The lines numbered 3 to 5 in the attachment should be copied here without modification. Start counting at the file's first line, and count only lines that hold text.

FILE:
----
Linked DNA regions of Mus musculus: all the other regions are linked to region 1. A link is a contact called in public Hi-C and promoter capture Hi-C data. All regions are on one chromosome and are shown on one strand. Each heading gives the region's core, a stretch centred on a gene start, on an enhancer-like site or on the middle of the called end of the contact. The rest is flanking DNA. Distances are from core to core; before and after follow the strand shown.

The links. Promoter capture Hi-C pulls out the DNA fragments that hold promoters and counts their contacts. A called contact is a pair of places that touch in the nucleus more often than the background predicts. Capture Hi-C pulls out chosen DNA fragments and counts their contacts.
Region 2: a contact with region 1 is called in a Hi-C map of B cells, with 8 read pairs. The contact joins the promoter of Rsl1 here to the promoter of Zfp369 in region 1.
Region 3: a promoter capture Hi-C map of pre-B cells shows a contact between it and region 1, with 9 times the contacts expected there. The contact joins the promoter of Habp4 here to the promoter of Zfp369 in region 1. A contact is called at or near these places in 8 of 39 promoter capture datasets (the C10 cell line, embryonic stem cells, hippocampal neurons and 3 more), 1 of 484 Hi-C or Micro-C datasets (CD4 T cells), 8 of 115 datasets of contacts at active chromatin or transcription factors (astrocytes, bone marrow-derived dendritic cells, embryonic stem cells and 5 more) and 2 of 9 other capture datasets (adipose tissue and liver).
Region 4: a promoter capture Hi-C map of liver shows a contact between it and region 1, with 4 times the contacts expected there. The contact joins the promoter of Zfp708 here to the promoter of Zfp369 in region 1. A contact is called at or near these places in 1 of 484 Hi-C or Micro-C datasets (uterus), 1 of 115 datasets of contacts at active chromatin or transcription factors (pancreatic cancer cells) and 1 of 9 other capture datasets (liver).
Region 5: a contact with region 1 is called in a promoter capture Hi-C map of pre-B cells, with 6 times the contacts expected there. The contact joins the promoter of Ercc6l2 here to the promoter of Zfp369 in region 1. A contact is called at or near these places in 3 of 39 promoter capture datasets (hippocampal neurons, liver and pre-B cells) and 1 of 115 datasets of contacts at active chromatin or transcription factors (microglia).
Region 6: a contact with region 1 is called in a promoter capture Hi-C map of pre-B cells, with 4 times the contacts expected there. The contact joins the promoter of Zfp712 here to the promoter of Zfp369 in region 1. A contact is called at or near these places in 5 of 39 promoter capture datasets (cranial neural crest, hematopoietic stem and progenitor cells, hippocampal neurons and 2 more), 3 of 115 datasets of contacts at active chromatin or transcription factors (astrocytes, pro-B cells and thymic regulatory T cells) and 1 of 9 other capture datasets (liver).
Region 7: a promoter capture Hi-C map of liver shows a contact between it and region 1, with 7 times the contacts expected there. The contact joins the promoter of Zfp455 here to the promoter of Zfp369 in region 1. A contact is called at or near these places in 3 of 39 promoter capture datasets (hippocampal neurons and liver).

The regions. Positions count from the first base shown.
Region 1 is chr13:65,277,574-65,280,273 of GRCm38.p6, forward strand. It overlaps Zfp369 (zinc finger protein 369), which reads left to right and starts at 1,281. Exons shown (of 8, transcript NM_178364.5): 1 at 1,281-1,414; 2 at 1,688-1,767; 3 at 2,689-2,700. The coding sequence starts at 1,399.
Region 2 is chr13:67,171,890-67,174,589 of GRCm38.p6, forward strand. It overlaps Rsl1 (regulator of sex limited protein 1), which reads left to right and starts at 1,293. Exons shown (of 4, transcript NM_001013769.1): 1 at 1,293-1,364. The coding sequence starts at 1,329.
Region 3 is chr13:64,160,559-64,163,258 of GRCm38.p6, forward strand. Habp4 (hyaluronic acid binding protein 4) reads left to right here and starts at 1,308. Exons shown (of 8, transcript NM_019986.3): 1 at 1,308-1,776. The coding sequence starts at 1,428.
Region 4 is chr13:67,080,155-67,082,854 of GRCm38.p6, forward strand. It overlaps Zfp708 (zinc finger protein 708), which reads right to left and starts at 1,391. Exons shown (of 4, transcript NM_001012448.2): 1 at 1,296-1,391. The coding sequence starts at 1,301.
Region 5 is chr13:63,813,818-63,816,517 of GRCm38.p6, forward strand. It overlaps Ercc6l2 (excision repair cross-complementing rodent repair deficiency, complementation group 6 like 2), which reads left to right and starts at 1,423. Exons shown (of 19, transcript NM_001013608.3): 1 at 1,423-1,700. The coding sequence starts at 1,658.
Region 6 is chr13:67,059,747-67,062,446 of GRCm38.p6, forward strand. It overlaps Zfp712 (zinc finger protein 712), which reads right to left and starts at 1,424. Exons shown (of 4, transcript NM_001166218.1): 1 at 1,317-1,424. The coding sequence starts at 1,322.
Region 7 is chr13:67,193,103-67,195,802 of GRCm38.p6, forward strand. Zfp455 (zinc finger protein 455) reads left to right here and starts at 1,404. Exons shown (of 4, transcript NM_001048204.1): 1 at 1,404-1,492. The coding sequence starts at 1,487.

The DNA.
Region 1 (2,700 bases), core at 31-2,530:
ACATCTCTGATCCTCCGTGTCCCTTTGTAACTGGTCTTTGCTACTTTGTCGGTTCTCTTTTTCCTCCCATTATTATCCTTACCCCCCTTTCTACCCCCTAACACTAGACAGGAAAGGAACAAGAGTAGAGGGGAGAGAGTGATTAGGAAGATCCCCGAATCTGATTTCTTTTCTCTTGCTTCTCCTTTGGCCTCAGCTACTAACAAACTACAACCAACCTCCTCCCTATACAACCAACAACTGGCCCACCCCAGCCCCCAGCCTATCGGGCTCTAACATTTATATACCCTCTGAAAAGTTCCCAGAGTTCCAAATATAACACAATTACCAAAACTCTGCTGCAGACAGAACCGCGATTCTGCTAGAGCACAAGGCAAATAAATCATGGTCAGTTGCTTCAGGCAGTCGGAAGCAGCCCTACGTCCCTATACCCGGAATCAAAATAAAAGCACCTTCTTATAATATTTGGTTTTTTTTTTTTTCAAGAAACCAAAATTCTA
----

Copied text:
Region 2: a contact with region 1 is called in a Hi-C map of B cells, with 8 read pairs. The contact joins the promoter of Rsl1 here to the promoter of Zfp369 in region 1.
Region 3: a promoter capture Hi-C map of pre-B cells shows a contact between it and region 1, with 9 times the contacts expected there. The contact joins the promoter of Habp4 here to the promoter of Zfp369 in region 1. A contact is called at or near these places in 8 of 39 promoter capture datasets (the C10 cell line, embryonic stem cells, hippocampal neurons and 3 more), 1 of 484 Hi-C or Micro-C datasets (CD4 T cells), 8 of 115 datasets of contacts at active chromatin or transcription factors (astrocytes, bone marrow-derived dendritic cells, embryonic stem cells and 5 more) and 2 of 9 other capture datasets (adipose tissue and liver).
Region 4: a promoter capture Hi-C map of liver shows a contact between it and region 1, with 4 times the contacts expected there. The contact joins the promoter of Zfp708 here to the promoter of Zfp369 in region 1. A contact is called at or near these places in 1 of 484 Hi-C or Micro-C datasets (uterus), 1 of 115 datasets of contacts at active chromatin or transcription factors (pancreatic cancer cells) and 1 of 9 other capture datasets (liver).